Donors are stepping up to help the Volunteer Cancer Drivers Society (VCDS) cope with a combination of higher gas prices and increased demand.
A car wash fundraiser in Langley raised nearly $3,000 over the Aug. 19 weekend, with a sponsor offering to match as much as $2,000.
That comes after a White Rock car wash in June where two anonymous donors later agreed to match every dollar raised, effectively tripling the $2,300 raised by volunteers.
Both car washes were hosted by the Trotman Auto Group, owners of both Langley Chrysler and White Rock Volkswagen.
The donations come at a time when the all-volunteer service is running low on funds, thanks to the rising cost of gas and greater numbers of patients seeking to use the free service.
The society said it was going to run out of operating funds before the year was out, forcing it to dip into its cash reserve.
“Perfect timing,” said society spokesperson George Garrett.
“It (the additional funds) will delay us having to dip into our reserve for at least a couple of months.”
The service provides free transportation for cancer patients to and from appointments in most Lower Mainland communities.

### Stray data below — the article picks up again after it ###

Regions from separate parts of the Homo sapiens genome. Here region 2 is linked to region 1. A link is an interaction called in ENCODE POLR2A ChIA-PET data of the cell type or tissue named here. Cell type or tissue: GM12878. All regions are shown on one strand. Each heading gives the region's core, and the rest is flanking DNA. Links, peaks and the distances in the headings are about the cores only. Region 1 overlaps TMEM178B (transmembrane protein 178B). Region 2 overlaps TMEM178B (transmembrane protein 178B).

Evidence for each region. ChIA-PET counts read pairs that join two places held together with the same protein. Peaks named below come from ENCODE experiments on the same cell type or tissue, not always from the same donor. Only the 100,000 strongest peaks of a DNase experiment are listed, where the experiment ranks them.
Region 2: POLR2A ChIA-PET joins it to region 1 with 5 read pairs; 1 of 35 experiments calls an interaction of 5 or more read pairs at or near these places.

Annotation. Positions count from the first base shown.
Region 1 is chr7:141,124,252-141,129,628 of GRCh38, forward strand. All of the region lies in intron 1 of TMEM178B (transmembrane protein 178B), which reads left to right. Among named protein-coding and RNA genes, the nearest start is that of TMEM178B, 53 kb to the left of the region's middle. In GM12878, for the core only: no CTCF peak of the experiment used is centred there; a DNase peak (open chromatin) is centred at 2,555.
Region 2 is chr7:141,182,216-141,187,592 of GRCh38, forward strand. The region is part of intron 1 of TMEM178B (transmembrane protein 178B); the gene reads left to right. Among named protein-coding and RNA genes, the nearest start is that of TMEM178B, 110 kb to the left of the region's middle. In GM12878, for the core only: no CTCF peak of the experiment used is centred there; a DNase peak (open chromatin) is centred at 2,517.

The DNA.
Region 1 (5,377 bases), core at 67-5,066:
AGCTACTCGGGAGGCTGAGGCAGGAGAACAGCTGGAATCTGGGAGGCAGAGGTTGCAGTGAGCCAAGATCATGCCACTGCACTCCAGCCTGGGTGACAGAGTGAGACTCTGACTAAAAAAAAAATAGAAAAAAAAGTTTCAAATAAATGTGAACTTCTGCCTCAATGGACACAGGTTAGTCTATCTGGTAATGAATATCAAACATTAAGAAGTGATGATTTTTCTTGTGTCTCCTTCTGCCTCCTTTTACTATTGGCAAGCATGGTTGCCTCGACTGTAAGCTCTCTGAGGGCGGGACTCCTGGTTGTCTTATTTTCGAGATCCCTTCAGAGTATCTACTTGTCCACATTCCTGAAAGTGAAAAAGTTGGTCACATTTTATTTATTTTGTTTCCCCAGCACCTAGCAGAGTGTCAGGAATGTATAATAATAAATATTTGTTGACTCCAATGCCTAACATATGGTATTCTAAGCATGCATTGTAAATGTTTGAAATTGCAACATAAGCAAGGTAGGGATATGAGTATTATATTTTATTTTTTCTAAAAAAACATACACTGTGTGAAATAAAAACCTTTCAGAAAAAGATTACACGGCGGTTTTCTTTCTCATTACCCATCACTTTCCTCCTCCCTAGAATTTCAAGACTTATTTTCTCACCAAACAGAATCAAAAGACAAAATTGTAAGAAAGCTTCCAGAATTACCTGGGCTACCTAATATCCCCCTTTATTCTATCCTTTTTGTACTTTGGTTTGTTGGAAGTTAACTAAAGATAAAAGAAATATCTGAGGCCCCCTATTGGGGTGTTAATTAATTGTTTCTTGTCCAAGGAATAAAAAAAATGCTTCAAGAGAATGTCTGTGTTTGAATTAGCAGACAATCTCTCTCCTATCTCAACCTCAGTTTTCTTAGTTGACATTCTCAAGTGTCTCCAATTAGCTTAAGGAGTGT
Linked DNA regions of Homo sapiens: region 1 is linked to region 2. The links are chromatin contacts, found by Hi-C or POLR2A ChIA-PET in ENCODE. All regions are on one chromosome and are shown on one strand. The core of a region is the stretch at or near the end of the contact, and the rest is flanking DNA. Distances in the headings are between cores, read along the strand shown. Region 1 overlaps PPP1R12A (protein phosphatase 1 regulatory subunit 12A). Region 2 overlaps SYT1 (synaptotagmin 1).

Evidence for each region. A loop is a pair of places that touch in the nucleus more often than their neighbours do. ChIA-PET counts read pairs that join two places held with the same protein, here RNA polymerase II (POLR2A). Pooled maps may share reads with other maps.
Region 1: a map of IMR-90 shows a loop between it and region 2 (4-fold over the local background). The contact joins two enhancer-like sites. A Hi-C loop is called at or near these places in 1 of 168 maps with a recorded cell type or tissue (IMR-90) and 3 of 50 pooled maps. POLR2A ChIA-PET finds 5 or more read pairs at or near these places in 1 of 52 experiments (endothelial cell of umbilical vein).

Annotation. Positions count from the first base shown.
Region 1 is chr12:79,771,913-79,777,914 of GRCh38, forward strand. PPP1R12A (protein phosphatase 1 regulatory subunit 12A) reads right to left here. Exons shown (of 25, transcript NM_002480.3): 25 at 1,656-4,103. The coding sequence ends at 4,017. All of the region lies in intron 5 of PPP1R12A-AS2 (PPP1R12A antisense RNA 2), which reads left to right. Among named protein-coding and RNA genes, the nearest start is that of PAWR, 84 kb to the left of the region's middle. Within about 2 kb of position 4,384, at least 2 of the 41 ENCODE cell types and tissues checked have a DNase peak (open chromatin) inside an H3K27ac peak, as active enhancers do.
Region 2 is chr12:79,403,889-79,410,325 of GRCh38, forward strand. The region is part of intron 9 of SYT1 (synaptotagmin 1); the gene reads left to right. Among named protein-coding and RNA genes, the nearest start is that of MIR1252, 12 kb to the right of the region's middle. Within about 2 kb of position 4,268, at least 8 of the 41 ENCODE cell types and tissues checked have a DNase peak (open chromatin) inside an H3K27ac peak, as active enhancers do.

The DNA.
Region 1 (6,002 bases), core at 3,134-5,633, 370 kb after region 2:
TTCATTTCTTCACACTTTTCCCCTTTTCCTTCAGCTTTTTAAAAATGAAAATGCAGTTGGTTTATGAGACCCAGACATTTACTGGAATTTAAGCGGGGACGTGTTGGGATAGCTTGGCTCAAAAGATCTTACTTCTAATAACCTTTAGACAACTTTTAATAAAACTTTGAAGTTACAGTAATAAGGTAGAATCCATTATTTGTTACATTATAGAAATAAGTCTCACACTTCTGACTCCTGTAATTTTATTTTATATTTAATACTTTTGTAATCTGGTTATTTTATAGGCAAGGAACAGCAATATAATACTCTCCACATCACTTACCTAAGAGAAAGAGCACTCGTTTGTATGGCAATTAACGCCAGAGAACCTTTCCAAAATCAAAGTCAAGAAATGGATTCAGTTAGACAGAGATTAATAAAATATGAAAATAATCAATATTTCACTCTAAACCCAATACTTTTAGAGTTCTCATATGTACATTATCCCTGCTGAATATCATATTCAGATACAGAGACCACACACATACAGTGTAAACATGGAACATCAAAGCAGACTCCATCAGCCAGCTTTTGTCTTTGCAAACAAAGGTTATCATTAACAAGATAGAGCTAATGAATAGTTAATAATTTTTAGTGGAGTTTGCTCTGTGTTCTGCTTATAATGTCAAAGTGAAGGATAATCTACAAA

The VCDS pays its drivers 44 cents a kilometre and many donate the money back.
Even so, the average cost per ride in the Langley-Abbotsford area rose to an all-time high in June at $43.07 because patients from that region are driven the longest distances, going to BC cancer clinics in Vancouver, Surrey and Abbotsford.
The number of people requesting rides is projected to increase from 6,000 in 2017 to 8,000 this year.
It costs about $15,000 a month to operate the service, with virtually all of that going to help cover driver costs.
The VCDS operates in both Langleys, Abbotsford, Surrey, White Rock, Maple Ridge, Port Coquitlam, Coquitlam, Port Moody, the North Shore, Delta and part of New Westminster.
Service to other communities in the Lower Mainland is offered by the Freemason’s Cancer Car Program.
The VCDS was created as an emergency replacement by drivers who used to work in the Volunteer Driver Program, which was cancelled in 2015 after almost a quarter century as a cost-saving measure by the Canadian Cancer Society (CCS).
The society offers free transportation to patients throughout diagnosis, treatment and follow-up care. A caregiver may accompany a patient and most drivers can accommodate walkers and wheelchairs.
Dispatchers work from home, and volunteers drive one to three times a week. Patients call the number, leave information with their address and time of appointment, and they get a call back within 24 hours with info on the driver.
To schedule a ride, once a patient has received their referral and knows the dates and times of upcoming appointments, they, a family member or a caregiver can call the dispatch office at 604-515-5400.